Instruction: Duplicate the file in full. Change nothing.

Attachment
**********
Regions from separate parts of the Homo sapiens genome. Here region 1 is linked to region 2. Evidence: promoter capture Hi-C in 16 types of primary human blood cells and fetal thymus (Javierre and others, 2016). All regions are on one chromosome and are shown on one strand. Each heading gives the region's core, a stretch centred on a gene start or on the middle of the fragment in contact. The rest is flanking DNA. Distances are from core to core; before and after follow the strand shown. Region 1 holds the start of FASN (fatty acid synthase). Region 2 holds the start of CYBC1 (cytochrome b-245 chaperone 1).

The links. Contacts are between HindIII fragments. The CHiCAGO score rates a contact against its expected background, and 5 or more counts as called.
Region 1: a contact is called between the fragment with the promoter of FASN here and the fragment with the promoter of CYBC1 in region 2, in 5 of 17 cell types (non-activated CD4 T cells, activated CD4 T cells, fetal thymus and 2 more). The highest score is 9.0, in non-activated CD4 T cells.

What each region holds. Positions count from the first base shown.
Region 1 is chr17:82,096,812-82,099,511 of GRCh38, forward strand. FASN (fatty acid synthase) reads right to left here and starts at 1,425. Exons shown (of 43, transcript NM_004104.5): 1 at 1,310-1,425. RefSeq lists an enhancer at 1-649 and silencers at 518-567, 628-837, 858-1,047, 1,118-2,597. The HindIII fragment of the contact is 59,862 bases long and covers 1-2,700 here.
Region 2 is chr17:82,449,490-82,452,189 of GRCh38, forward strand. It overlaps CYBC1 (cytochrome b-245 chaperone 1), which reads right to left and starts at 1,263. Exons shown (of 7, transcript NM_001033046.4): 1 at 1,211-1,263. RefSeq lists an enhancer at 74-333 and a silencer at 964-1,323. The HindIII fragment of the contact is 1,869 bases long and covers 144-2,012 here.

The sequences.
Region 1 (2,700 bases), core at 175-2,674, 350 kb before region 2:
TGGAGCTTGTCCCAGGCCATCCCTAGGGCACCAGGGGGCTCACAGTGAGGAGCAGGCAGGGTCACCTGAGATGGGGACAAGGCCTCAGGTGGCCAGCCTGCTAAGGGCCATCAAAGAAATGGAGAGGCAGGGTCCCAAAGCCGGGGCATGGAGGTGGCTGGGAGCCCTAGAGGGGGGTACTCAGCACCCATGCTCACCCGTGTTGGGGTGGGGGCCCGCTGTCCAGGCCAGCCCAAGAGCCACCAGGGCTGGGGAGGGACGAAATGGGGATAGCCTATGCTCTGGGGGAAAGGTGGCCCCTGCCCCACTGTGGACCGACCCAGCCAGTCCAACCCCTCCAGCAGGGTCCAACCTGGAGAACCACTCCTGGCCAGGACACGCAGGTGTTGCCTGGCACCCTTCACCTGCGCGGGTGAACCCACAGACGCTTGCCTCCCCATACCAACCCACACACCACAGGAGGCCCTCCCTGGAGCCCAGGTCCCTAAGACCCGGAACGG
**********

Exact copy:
Regions from separate parts of the Homo sapiens genome. Here region 1 is linked to region 2. Evidence: promoter capture Hi-C in 16 types of primary human blood cells and fetal thymus (Javierre and others, 2016). All regions are on one chromosome and are shown on one strand. Each heading gives the region's core, a stretch centred on a gene start or on the middle of the fragment in contact. The rest is flanking DNA. Distances are from core to core; before and after follow the strand shown. Region 1 holds the start of FASN (fatty acid synthase). Region 2 holds the start of CYBC1 (cytochrome b-245 chaperone 1).

The links. Contacts are between HindIII fragments. The CHiCAGO score rates a contact against its expected background, and 5 or more counts as called.
Region 1: a contact is called between the fragment with the promoter of FASN here and the fragment with the promoter of CYBC1 in region 2, in 5 of 17 cell types (non-activated CD4 T cells, activated CD4 T cells, fetal thymus and 2 more). The highest score is 9.0, in non-activated CD4 T cells.

What each region holds. Positions count from the first base shown.
Region 1 is chr17:82,096,812-82,099,511 of GRCh38, forward strand. FASN (fatty acid synthase) reads right to left here and starts at 1,425. Exons shown (of 43, transcript NM_004104.5): 1 at 1,310-1,425. RefSeq lists an enhancer at 1-649 and silencers at 518-567, 628-837, 858-1,047, 1,118-2,597. The HindIII fragment of the contact is 59,862 bases long and covers 1-2,700 here.
Region 2 is chr17:82,449,490-82,452,189 of GRCh38, forward strand. It overlaps CYBC1 (cytochrome b-245 chaperone 1), which reads right to left and starts at 1,263. Exons shown (of 7, transcript NM_001033046.4): 1 at 1,211-1,263. RefSeq lists an enhancer at 74-333 and a silencer at 964-1,323. The HindIII fragment of the contact is 1,869 bases long and covers 144-2,012 here.

The sequences.
Region 1 (2,700 bases), core at 175-2,674, 350 kb before region 2:
TGGAGCTTGTCCCAGGCCATCCCTAGGGCACCAGGGGGCTCACAGTGAGGAGCAGGCAGGGTCACCTGAGATGGGGACAAGGCCTCAGGTGGCCAGCCTGCTAAGGGCCATCAAAGAAATGGAGAGGCAGGGTCCCAAAGCCGGGGCATGGAGGTGGCTGGGAGCCCTAGAGGGGGGTACTCAGCACCCATGCTCACCCGTGTTGGGGTGGGGGCCCGCTGTCCAGGCCAGCCCAAGAGCCACCAGGGCTGGGGAGGGACGAAATGGGGATAGCCTATGCTCTGGGGGAAAGGTGGCCCCTGCCCCACTGTGGACCGACCCAGCCAGTCCAACCCCTCCAGCAGGGTCCAACCTGGAGAACCACTCCTGGCCAGGACACGCAGGTGTTGCCTGGCACCCTTCACCTGCGCGGGTGAACCCACAGACGCTTGCCTCCCCATACCAACCCACACACCACAGGAGGCCCTCCCTGGAGCCCAGGTCCCTAAGACCCGGAACGG